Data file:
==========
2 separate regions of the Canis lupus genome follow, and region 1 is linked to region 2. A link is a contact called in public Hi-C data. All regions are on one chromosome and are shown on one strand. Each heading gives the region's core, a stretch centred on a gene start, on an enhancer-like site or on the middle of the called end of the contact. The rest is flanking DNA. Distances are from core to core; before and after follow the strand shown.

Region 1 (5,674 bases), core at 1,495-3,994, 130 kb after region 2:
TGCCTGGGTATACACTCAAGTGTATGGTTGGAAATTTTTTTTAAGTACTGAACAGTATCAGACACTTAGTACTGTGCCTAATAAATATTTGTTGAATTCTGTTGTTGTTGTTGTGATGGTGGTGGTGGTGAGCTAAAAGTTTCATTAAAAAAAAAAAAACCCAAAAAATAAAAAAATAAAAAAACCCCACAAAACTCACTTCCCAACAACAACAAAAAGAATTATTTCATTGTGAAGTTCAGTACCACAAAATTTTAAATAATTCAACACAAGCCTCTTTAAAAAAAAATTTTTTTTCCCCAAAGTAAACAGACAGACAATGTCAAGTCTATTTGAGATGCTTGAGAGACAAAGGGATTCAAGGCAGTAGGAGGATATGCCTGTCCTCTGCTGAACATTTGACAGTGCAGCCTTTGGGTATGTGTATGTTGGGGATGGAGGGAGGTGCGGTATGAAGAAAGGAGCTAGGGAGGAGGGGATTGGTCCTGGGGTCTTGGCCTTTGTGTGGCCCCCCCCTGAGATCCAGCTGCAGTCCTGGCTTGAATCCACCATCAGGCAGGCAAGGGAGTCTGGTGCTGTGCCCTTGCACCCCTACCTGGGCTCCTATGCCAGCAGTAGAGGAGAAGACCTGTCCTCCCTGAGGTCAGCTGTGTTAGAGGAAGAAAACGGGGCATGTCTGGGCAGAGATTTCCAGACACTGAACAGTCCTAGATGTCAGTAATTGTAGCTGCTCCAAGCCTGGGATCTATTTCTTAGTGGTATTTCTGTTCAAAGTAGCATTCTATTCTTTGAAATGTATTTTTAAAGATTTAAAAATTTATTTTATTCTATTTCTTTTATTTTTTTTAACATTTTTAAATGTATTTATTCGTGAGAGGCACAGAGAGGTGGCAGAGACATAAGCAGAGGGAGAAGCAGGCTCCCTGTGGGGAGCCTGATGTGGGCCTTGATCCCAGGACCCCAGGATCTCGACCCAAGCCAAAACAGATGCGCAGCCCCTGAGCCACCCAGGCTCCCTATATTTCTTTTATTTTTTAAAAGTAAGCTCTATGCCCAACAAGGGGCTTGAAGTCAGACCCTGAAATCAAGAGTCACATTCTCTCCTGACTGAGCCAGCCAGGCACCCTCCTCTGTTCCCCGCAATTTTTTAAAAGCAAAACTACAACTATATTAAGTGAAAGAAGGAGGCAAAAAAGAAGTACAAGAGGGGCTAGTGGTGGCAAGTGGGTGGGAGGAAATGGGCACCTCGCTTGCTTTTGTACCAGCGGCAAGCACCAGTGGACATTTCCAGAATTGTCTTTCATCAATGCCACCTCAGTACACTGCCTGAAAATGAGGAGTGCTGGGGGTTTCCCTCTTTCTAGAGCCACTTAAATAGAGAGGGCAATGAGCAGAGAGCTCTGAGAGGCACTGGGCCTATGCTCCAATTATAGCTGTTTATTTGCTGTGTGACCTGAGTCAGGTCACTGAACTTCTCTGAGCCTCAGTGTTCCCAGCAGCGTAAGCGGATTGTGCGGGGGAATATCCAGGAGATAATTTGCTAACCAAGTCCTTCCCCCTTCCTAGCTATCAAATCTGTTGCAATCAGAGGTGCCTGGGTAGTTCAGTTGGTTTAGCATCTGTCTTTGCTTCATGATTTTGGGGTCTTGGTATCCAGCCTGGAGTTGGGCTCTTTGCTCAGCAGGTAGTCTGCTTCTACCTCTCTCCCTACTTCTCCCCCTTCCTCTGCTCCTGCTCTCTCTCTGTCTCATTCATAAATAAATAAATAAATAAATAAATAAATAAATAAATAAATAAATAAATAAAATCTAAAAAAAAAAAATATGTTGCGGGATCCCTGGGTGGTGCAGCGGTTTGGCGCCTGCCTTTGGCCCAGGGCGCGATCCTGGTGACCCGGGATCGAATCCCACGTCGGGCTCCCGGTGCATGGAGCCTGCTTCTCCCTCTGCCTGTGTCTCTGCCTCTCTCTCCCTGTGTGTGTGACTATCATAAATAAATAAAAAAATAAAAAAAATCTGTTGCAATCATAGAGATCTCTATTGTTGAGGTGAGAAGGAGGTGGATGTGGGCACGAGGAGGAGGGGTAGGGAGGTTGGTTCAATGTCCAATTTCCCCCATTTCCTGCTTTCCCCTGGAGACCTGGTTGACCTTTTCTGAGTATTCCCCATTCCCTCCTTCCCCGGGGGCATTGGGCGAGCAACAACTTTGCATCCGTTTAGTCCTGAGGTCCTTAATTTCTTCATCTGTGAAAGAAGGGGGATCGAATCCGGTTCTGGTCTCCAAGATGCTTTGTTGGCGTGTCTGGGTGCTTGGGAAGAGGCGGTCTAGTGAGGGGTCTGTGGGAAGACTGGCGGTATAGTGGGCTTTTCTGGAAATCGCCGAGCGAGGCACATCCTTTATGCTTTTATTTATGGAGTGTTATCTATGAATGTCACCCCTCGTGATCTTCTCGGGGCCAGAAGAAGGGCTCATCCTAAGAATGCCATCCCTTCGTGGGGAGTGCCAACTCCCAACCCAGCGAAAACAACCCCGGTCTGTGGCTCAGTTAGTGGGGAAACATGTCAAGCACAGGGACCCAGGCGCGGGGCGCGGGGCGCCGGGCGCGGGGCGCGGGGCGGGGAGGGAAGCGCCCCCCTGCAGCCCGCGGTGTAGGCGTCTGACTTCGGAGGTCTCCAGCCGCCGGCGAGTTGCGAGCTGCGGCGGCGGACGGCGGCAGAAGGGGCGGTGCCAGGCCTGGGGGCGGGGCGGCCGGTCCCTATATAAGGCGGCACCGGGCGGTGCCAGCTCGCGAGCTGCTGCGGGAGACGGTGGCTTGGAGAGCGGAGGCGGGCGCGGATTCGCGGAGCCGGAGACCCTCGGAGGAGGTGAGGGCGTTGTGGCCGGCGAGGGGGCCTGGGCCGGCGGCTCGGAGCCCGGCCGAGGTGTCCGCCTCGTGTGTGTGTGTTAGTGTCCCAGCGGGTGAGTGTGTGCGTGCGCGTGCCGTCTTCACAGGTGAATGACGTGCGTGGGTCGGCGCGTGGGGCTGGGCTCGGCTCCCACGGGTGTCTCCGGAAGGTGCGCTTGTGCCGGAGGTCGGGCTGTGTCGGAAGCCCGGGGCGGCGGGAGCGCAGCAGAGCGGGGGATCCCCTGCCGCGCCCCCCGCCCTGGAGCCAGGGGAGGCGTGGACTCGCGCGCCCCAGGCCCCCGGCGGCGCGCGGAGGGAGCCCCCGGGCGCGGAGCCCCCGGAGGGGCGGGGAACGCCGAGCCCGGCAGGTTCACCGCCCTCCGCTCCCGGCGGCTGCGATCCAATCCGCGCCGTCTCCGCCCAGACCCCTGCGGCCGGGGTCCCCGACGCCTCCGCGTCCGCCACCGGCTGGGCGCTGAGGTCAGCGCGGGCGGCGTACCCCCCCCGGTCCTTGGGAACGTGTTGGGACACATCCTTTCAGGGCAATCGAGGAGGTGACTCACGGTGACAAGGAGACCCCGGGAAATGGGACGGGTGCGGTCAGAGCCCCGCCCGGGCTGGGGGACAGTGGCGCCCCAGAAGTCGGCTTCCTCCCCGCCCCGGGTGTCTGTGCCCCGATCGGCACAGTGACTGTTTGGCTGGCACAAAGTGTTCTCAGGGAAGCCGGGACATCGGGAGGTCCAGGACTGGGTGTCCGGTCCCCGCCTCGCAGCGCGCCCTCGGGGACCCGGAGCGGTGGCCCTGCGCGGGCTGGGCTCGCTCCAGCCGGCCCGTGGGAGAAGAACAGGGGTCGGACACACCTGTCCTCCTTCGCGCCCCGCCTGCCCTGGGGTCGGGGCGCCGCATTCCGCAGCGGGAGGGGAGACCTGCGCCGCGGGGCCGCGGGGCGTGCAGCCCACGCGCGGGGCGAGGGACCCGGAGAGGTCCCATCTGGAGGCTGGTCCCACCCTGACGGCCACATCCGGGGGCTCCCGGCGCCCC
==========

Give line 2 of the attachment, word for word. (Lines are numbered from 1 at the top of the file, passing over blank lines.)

Region 1 (5,674 bases), core at 1,495-3,994, 130 kb after region 2: